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Need Help in How To Build/Learn a Repertoire!!!!!

jlander9jlander9 ✭✭
edited October 2012 in Gypsy Jazz 101 Posts: 90
Hello All,
I’ve been working on improvisation mainly: Lead tones, arpeggios and scales. In the process I’ve also learned a few tunes (very important!). Minor Swing, Swing 42, J’attandrai, Tears, Blue Drag, Bistro Fada. I am still expanding my repertoire bit by bit and am enjoying learning new tunes (next on my list is Topsy, Blues minor, Swing 39 and Django’s Tiger). The issue is the way I’m learning these songs. I’ve been using a slow downer and tab, when available, to learn these tunes as played by Django (and Wrembel for Bistro Fada). I learn the melody and the entire solo. This has been great because I learn the little nuances that are in Django’s playing and I get a bit of ear training in the process. My reasoning for this is that eventually I’ll be able to make up my own solos. However, the down side is that this is time consuming and after about 6 months of playing I only know how to play 6 songs. I recently ran into a Robin Nolan gig book, I noticed he just presents the melody and chord changes similar to sheet music. So is this the best way to build my repertoire or should I stick to my current routine? Advice porfavor! :D


  • dennisdennis Montreal, QuebecModerator
    Posts: 2,131
    your routine is the best.. the beginning can be frustrating, but u''ll only get better, and your ears and memory will improve very quickly. Eventually, you'll be learning songs just by listening once or twice
  • Two schools of thought

    Te way Dennis describes.

    Some say learn the whole solos. Others say learn the phrases that speak to you most strongly work on them til you can play em in your sleep. Thats my belief. Either way learning the language and its nuances from ones elders (ot thinking age here) is the way to go.
    The Magic really starts to happen when you can play it with your eyes closed
  • jlander9jlander9 ✭✭
    Posts: 90
    Thanks for replying , Thats all I needed to hear. Nolan is a great player but his quick jump start books made me question my approach. I'll just keep slowing em down! Just got into Blues en Minuer, wish me luck :wink:

    Also, while i'm at it, can anyone out there give me a link or file that can show me how to use a metronome. i've been using it but it doesn't seem right? I count on the 2 and 4 for swing.But recently someone told me that you multiply the bpm by 2. so If i'm playing minor swing at 90bpm its really 180. well if anyone has an answer it would be greatly appreciated. (this should be a different post haha :roll: )
  • mcneely11mcneely11 ✭✭
    Posts: 15
    Yes, if you have the bpm at 90 on 2 and 4, you are really playing at 180bpm.
  • How are you counting on the 2 and 4

    Do you mean you are playing in cut time or?

    One of the big differences between Euro based GJ and US jazz swing as explained by Mathieu Chatelain in a class years back is the GJ the strong beats are 1 and 3 and US jazz is 2 and 4.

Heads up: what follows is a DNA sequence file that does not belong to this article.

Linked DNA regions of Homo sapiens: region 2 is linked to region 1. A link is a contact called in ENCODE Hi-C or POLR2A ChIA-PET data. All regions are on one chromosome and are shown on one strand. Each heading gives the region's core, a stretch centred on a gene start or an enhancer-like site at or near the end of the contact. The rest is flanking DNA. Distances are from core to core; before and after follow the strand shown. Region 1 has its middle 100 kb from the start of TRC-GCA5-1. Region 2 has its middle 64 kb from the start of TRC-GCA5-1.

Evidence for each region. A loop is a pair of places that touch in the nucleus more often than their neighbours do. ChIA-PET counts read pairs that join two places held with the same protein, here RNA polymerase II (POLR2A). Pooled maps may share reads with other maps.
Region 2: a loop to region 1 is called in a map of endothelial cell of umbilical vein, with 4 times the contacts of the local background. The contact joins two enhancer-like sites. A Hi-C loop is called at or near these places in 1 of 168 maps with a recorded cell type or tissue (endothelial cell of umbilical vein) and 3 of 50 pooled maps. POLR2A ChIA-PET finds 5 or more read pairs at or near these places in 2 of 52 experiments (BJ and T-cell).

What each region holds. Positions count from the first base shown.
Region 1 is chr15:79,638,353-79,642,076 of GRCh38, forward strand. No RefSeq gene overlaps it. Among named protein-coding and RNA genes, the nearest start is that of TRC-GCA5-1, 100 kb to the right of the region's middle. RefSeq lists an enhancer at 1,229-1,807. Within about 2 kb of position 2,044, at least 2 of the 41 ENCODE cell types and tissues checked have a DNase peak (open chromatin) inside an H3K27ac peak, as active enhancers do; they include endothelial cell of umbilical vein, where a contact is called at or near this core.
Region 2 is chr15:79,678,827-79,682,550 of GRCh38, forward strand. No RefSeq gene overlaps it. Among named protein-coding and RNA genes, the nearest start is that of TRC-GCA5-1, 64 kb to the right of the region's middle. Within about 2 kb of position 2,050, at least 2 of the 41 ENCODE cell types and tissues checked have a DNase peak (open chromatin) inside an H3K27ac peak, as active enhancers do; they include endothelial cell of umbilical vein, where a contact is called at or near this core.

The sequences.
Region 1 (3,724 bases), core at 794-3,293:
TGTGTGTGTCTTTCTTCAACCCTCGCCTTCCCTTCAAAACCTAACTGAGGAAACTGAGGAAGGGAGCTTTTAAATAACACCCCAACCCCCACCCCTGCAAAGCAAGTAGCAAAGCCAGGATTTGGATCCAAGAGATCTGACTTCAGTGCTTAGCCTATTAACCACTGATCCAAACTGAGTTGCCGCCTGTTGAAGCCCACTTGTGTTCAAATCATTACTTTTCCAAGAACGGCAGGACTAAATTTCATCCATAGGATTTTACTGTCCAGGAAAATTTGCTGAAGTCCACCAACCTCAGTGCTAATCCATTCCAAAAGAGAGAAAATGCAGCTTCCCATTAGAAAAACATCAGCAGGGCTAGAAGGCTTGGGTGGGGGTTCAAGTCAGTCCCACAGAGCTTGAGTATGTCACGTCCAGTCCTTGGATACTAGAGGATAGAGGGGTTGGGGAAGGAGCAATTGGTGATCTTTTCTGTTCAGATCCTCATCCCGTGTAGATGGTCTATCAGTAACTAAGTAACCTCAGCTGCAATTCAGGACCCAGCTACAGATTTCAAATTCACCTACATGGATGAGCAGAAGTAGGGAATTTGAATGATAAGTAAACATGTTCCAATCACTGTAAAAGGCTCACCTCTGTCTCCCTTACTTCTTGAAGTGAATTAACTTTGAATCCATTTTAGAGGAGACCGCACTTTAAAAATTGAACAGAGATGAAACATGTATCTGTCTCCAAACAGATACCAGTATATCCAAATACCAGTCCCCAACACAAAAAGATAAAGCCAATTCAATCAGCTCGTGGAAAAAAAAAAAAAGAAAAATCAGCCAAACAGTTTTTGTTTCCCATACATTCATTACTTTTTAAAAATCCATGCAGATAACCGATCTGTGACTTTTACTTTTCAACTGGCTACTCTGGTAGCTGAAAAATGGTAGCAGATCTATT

The Magic really starts to happen when you can play it with your eyes closed
  • jlander9jlander9 ✭✭
    Posts: 90
    Hey Jazzaferri,
    I am on 4/4 time but yes, I am emphasizing the 2nd and 4th beat. EX 1-2-3-4.... if this is the case is 90BPM still eual to 180bpm? I guess what I'm asking is that if a song says 190bpm, like Minor Swing, then do I set the metronome at 190bpm or at 95bpm? As always, I appreciate the help :wink:
  • If you are playing quRter notes in 4-4 time. Thats 4 quarter notes to the bar s if you are playing 4 beats per bar at 90 bpm then you ar playing at 90 bpm.

    If you play in cut time aka alla breve or 2-2 time then each beat is a half note thus one is playing quarter notes at the equivalent of 180 bpm.

    Math wise. Both examples are with metronome on 90 bpm and the beat is on a number.

    4-4. Time. 1......2......3.....4...... In this example each number is a quarter note

    Cut Time. 1..&..2..&..1..&..2..&.. In cut time quareter notes are played on number plus the &
    The Magic really starts to happen when you can play it with your eyes closed
  • mcneely11mcneely11 ✭✭
    Posts: 15
    He's not really talking about cut time vs 4/4(I think). Most people set the metronome to just play on beats 2 and 4 when practicing jazz. In that case you are actually playing twice as fast as the number on the metronome.
  • jlander9jlander9 ✭✭
    Posts: 90
    Thank you both for responding. I think i'm getting the gyst of it. I was setting my metronome to the 2 and 4 this was making me go nuts when setting it to 90bpm because it felt way too fast for me. So now when setting the metronome to nomal bpms 1-2-3-4, I get good results, when empasizing 2 &4 I cut back to 45bpm and i get the 90bpm resul.

    To return to repertoire, I'm happy to say I have Blues en Minuer down! :D
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